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Taylor Irving Cook, MD
  • Memorials may be made to:
  • Grace Church Cathedral
    98 Wentworth Street
    Charleston, SC 29401

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“Pat, So sorry to hear of Taylors passing. May God bless you. We are praying for you and your loved ones. ”
1 of 2 | Posted by: Maureen and Bubba

“Dear Patplease accept my sincere sympathy at the loss of your husband Taylor. I will keep you and Allison in my prayers. I pray that you are...Read More ยป
2 of 2 | Posted by: Carolyn Sires OBrien - SC

Taylor Irving Cook of Mount Pleasant, South Carolina, a physician who spent 30 years in the Navy Medical Corps, died peacefully on Monday, March 7, 2022, after a long illness, with his wife of 47 years, Patricia Ann Cook, at his side.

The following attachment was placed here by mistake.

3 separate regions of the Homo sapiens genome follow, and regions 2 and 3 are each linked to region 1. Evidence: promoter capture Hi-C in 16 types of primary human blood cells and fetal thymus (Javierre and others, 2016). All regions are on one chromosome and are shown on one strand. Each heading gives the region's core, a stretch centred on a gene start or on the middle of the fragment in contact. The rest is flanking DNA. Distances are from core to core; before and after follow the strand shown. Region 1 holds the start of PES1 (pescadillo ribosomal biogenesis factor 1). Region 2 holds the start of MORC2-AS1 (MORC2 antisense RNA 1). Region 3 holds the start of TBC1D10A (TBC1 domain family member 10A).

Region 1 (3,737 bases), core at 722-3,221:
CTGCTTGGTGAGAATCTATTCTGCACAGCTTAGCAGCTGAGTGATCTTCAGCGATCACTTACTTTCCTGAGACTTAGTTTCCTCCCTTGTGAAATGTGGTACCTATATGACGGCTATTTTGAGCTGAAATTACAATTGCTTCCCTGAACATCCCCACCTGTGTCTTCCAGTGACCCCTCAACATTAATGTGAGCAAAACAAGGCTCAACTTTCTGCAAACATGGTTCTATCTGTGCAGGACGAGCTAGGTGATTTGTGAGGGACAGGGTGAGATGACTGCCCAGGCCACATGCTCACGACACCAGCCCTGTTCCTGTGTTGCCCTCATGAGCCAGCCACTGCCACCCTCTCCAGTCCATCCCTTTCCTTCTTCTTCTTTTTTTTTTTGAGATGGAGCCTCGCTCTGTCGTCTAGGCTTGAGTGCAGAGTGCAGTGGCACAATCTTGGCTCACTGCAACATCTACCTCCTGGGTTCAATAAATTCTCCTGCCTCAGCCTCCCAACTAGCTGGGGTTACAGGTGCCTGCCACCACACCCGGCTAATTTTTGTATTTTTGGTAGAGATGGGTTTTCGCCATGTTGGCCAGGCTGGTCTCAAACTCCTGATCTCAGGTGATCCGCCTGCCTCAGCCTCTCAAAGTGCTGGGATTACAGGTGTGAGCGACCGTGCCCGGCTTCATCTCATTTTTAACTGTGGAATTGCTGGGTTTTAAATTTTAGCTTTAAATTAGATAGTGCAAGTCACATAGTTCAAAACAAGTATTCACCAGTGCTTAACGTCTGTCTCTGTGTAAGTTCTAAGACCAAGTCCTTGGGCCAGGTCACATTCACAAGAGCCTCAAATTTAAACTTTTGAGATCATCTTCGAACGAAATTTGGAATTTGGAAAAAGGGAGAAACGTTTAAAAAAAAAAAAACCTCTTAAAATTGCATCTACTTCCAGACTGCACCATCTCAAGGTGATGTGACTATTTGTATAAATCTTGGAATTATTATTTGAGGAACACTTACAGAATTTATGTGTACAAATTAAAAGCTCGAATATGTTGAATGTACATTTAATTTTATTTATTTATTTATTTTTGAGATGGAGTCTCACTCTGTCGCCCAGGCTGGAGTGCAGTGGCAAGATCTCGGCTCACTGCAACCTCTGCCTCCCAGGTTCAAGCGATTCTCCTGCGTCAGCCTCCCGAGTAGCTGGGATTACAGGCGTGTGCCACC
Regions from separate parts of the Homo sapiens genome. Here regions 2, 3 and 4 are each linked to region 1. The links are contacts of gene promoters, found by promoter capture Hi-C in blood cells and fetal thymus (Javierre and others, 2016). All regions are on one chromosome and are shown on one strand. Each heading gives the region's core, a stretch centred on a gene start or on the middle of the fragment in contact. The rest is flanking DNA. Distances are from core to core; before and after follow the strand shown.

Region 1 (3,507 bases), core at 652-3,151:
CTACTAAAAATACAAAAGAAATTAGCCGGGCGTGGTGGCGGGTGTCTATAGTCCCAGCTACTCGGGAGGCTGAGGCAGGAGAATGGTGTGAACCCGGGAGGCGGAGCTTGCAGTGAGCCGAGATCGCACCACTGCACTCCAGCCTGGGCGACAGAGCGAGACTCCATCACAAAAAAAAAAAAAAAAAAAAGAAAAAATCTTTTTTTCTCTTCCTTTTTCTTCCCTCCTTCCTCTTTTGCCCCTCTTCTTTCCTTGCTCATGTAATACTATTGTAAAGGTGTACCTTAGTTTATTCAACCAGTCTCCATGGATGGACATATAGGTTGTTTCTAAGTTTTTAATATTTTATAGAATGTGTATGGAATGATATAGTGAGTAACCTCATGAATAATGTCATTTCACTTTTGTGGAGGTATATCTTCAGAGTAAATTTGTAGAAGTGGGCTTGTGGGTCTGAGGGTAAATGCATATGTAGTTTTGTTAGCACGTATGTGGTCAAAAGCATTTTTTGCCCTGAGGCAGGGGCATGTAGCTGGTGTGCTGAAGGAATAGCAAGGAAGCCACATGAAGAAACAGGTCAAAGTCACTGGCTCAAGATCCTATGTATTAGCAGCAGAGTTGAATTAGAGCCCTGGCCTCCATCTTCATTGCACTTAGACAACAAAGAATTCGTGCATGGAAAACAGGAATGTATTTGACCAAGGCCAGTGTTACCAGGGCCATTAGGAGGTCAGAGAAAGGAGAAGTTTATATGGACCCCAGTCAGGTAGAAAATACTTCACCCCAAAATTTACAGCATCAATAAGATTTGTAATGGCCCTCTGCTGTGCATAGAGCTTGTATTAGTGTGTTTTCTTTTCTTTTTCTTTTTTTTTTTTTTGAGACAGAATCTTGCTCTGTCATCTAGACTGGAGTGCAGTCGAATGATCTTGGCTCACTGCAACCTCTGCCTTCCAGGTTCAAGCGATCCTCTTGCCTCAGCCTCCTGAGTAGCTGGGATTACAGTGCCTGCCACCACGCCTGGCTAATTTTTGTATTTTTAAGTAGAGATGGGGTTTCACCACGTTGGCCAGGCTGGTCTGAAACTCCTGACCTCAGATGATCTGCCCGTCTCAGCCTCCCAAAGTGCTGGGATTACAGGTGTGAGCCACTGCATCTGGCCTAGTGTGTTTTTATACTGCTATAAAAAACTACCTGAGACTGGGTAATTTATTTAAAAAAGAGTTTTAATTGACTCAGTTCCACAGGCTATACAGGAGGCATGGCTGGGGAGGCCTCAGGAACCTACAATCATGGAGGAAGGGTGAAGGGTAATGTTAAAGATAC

Dr. Cook was born March 4, 1937, in Providence, Rhode Island, and was the eldest son of Byron Forest Cook and Dorothy Gladys Taylor Cook. He earned a Bachelor of Arts from the University of Rhode Island and an MD from the University of Vermont. Following graduation from medical school in 1965, he completed his internship at National Navy Medical Center in Bethesda, Maryland. He then served two tours of duty as a Navy Flight Surgeon during the Vietnam War from 1966 to 1968 aboard the USS Coral Sea and the USS Ranger. Upon his return, he completed a general surgery residency and critical care fellowship at Naval Hospital, San Diego, California. From 1972 to 1984, he served in multiple roles in the Navy including as an attending surgeon at Naval Hospital, Long Beach, California; Medical Director of the Third Marine Air Wing in El Toro, California; Senior Flight Surgeon on the USS Franklin D. Roosevelt; Chief of Surgery at Naval Hospital, Jacksonville, Florida; and Executive Officer of Naval Hospital, Oakland, California. From 1984 to 1986, he was the Commanding Officer of Naval Hospital, Charleston, South Carolina, a role that he considered one of the highlights of his career. He served in Operation Desert Storm, where he led in-theater Navy medical support, from 1990 to 1991. Upon his return, he led a demonstration project for the Civilian Health and Medical Program of the Uniformed Services (CHAMPUS), which later became Tricare for Life. Following his retirement as a Captain, Navy Medical Corps, in 1992, he served as the Medical Director ... READ MORE →